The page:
Yesterday afternoon I participated in an online meeting of the UK Electronic Information Group (UKeIG). At one time I was heavily involved in the work of this group – I served as its Honorary Secretary for a while early in my career – but this was my first attendance at such an event for some time. The two presentations that sandwiched the 2021 UKeIG AGM were my main motivation for attending the meeting. Continue reading
Tag Archives: Charles Oppenheim
Centre for Social Informatics at iConference 2018 #iconf18
Hosted by the Information School at the University of Sheffield and the iSchool at Northumbria University, the 2018 iConference takes place in Sheffield this week from 25th to 28th March. Follow the conference remotely on Twitter using the hashtag #iconf18. Continue reading
Jason Farradane Award 2016: Hazel Hall
Last week UKeIG announced that I am the winner of the 2016 Jason Farradane Award. For me it is a huge honour even to have been nominated for this prize. The news that I am the actual recipient caught me somewhat off-guard last Wednesday – on a day disrupted by a fire at work that resulted in the closure of campus at 2pm. I have since been overwhelmed with congratulatory messages by email, Twitter, Facebook, LinkedIn and in person from friends, family, and colleagues. Thank you all! Continue reading
Invited keynote presentation at #QQML 2016
I have recently accepted an invitation to give the closing keynote paper at the 8th International Conference on Qualitative and Quantitative Methods in Libraries (QQML 2016) on Friday 27th May at Senate House, London.
The main theme of my presentation, entitled What happens next? Strategies for building and assessing the long-term impact of research projects, will be the impact of research and its measurement. Continue reading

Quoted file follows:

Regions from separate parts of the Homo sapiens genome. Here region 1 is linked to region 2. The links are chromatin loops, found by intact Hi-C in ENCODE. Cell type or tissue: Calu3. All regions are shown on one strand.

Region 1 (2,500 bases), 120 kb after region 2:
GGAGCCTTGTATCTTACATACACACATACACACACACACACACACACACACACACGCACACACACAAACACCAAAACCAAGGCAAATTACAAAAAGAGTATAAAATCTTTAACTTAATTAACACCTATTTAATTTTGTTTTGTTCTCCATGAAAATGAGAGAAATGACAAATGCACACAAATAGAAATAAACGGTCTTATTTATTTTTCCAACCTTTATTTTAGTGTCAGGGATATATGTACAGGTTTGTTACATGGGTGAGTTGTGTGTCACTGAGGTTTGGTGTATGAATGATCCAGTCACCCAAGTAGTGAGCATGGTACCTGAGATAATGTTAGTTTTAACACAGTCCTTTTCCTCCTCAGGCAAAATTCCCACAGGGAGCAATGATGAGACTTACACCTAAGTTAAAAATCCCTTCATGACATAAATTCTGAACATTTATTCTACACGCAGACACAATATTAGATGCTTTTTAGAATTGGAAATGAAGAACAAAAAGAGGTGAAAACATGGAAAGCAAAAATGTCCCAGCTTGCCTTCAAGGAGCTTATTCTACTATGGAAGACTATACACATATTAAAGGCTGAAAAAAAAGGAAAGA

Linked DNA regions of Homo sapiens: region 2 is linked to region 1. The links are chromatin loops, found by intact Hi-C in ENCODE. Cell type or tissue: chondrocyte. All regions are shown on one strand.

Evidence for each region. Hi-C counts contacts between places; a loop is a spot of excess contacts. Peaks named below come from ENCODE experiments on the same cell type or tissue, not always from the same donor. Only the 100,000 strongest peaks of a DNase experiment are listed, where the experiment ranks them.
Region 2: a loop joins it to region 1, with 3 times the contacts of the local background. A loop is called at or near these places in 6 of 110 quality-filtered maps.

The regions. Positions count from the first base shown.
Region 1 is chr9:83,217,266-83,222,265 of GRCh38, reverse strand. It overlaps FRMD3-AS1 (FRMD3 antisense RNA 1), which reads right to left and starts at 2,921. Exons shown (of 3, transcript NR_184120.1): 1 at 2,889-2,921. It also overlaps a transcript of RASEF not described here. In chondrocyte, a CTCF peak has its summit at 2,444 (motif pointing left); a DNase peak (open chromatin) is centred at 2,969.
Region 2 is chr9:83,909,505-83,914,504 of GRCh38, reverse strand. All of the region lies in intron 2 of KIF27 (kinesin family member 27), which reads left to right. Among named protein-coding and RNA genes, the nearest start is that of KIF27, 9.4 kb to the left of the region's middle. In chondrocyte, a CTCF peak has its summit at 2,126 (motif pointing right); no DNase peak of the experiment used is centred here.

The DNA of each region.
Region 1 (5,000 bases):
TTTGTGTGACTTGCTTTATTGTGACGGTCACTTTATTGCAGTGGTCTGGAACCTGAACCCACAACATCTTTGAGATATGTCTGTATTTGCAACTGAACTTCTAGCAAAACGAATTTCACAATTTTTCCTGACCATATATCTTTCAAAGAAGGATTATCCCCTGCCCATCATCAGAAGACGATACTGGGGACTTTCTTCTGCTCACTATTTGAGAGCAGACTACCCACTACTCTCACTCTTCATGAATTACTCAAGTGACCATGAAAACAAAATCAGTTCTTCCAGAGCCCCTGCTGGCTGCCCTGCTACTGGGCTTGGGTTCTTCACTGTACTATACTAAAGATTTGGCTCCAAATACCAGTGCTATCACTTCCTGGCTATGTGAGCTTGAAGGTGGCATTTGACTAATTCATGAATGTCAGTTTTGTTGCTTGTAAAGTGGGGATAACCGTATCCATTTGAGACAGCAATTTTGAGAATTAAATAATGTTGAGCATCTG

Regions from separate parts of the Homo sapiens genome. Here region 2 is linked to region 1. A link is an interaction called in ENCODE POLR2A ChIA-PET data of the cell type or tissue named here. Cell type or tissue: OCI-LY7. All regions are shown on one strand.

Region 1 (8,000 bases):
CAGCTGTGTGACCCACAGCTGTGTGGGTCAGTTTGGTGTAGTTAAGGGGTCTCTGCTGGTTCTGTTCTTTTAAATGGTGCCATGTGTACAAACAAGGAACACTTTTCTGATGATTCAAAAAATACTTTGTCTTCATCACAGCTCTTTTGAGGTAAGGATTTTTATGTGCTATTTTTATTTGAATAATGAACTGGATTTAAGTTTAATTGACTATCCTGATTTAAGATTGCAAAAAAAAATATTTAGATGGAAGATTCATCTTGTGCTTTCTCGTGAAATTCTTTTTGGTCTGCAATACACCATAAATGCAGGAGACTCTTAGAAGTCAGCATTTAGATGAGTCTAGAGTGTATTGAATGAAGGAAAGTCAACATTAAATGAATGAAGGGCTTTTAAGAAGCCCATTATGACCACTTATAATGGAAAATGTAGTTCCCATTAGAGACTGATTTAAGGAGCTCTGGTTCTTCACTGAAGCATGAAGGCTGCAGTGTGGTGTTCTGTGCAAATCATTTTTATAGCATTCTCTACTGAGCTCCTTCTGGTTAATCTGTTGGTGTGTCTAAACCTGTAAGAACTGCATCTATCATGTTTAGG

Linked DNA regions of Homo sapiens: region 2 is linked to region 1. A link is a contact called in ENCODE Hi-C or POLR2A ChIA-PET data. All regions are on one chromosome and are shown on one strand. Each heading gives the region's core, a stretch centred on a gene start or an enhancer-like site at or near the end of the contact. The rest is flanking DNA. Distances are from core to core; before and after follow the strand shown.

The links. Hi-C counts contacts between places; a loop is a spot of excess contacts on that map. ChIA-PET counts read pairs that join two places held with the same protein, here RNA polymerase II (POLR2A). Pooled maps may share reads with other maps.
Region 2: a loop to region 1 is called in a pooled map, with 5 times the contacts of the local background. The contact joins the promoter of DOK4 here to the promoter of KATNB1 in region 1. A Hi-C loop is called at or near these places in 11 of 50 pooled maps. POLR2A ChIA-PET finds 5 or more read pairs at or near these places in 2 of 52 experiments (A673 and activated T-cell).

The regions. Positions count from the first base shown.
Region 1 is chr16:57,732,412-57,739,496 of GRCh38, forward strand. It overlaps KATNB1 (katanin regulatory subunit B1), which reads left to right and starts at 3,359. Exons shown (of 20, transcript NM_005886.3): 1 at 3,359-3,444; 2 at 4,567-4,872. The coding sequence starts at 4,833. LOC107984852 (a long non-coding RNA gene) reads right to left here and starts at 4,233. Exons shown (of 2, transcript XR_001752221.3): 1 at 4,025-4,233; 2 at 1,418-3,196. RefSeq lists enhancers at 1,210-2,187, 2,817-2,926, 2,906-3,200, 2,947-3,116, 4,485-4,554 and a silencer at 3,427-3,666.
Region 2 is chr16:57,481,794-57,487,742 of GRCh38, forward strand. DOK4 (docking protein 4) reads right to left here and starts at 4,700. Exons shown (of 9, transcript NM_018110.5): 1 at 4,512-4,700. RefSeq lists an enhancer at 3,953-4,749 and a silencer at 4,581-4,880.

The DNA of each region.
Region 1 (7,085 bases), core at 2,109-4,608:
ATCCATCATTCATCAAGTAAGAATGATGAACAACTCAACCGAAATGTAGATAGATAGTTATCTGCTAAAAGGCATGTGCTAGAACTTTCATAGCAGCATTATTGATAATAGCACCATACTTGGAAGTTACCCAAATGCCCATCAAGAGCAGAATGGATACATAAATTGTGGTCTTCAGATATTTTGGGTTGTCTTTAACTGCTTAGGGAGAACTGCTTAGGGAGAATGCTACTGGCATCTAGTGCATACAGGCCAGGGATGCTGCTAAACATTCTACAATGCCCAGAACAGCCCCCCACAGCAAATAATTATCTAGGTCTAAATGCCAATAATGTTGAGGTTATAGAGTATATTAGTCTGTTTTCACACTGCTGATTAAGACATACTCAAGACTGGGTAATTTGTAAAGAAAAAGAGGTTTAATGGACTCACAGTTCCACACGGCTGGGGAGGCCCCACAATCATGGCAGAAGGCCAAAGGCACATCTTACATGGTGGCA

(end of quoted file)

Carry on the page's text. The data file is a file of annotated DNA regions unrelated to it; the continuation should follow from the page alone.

DREaM Again project launch
In 2011/12 I was Principal Investigator (PI) on the AHRC-funded DREaM project. The aim of this work was to develop a formal UK-wide network of Library and Information Science (LIS) researchers. The project ran from January 2011 to August 2012, and was supported by the Library and Information Science Research Coalition. We reported the initial successes of the DREaM project in a paper that I co-authored with Alison Brettle and Charles Oppenheim and presented at QQML 2012. Three years later, we are interested in any further lasting impacts of the project.
To this end I am working with my colleague Dr Bruce Ryan on a follow-up study that investigates any longer-term impact of DREaM, and the forms that such impact (if it exists) has taken. I mentioned these plans earlier in the month in a presentation at the Third International Seminar on LIS Education and Research, and then during my recent opening keynote paper at the 2015 EAHIL conference (the format of which was inspired by the DREaM project, and the event masterminded by Marshall Dozier, who was a member of the DREaM cadre).